Iodine clock

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Student 999
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#1
Report Thread starter 4 weeks ago
#1
What are the advantages that using an iodine clock reaction rather than measuring the mass of product over time be?

Also is iodine clock a method or just an individual reaction that can't be applied to other reactions to measure their rates
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awtumn23
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i'm not sure how correct this is please correct me if i'm wrong but there wouldnt be a change in mass as theres no gaseous products so nothing would be leaving the reaction so the mass would be the same. the iodine clock reaction is specific to iodine cause it measures the colour change of iodine and how fast it happens, but other reactions can have clock reactions to measure rate if your measuring colour change. it would just be called something else instead of iodine clock reaction. hope that helps
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Student 999
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#3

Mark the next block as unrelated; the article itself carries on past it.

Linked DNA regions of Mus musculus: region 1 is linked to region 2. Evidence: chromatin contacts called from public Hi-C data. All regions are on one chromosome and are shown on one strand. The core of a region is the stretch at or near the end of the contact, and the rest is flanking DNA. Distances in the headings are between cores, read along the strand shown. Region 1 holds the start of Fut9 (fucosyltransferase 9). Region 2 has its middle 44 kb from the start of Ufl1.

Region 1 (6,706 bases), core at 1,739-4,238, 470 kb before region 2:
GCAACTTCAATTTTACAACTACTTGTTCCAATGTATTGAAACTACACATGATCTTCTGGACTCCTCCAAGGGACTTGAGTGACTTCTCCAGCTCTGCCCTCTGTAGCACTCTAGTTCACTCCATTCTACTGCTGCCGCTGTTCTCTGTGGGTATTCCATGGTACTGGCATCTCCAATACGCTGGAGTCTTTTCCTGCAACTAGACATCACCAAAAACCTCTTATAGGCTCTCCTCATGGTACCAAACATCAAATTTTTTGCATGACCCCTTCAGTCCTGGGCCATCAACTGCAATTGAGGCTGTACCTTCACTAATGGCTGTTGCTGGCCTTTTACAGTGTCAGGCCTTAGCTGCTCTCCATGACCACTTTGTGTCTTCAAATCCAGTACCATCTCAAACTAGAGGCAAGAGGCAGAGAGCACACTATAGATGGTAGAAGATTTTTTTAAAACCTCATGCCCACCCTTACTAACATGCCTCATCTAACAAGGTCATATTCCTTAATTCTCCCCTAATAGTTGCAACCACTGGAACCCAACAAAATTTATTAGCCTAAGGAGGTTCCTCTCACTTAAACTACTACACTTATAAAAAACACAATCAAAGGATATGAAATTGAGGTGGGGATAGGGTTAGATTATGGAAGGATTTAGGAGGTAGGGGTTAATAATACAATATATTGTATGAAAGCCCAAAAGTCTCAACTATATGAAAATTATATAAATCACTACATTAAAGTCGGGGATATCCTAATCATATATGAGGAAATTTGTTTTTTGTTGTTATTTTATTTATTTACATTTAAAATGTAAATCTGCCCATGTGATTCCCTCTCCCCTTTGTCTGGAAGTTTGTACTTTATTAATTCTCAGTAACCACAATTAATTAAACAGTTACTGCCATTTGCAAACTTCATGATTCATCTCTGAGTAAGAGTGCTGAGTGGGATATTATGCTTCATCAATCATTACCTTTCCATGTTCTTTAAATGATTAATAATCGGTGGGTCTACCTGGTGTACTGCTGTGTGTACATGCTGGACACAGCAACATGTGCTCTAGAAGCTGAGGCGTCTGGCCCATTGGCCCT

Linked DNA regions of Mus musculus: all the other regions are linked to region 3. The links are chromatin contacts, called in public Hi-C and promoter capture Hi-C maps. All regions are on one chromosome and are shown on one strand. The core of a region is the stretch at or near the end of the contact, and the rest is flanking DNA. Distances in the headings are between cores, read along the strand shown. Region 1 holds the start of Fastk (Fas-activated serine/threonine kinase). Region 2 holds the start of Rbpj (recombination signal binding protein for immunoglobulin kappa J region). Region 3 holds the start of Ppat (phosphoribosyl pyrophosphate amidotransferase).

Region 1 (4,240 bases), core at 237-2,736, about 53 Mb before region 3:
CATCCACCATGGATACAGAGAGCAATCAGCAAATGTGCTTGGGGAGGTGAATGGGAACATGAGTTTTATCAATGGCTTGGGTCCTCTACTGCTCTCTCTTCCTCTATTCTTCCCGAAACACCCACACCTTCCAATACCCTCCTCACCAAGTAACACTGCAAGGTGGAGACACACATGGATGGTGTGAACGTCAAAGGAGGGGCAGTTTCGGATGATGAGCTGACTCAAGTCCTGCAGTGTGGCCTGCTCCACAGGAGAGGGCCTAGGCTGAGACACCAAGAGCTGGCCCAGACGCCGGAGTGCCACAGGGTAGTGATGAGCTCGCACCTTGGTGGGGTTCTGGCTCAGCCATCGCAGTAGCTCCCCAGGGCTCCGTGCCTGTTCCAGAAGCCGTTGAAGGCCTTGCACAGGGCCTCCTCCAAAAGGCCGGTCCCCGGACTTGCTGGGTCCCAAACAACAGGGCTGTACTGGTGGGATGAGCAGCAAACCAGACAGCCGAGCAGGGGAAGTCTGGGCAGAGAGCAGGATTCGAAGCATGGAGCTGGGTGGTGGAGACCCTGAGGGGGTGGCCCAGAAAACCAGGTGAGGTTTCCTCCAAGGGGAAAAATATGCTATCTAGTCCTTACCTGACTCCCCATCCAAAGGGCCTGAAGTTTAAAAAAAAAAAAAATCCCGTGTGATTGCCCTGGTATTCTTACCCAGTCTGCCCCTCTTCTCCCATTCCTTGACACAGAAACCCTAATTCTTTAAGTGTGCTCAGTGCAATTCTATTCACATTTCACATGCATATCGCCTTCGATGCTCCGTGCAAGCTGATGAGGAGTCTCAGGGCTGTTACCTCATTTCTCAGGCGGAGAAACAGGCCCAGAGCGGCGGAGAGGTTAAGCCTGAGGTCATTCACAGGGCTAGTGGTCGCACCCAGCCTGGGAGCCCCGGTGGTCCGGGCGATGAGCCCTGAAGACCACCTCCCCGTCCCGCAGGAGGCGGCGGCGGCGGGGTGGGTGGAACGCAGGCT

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(Original post by awtumn23)
i'm not sure how correct this is please correct me if i'm wrong but there wouldnt be a change in mass as theres no gaseous products so nothing would be leaving the reaction so the mass would be the same. the iodine clock reaction is specific to iodine cause it measures the colour change of iodine and how fast it happens, but other reactions can have clock reactions to measure rate if your measuring colour change. it would just be called something else instead of iodine clock reaction. hope that helps
By change in mass I also meant volume collected. But from your summary it seems the iodine clock is just another idea of gauging the rate of reaction of something using a ppt reaction at the end I guess you could have a bromine clock reaction with alkenes lol
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awtumn23
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#4
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(Original post by Student 999)
By change in mass I also meant volume collected. But from your summary it seems the iodine clock is just another idea of gauging the rate of reaction of something using a ppt reaction at the end I guess you could have a bromine clock reaction with alkenes lol
it still wouldnt change the mass as nothing would leave the reaction, usually the only time somethign would leave is if a gas is produced and it leaves the beaker. and volume would also be the same as both the reactants and products are aq so the volume should remain the same. and yep you're correct about the bromine reaction.
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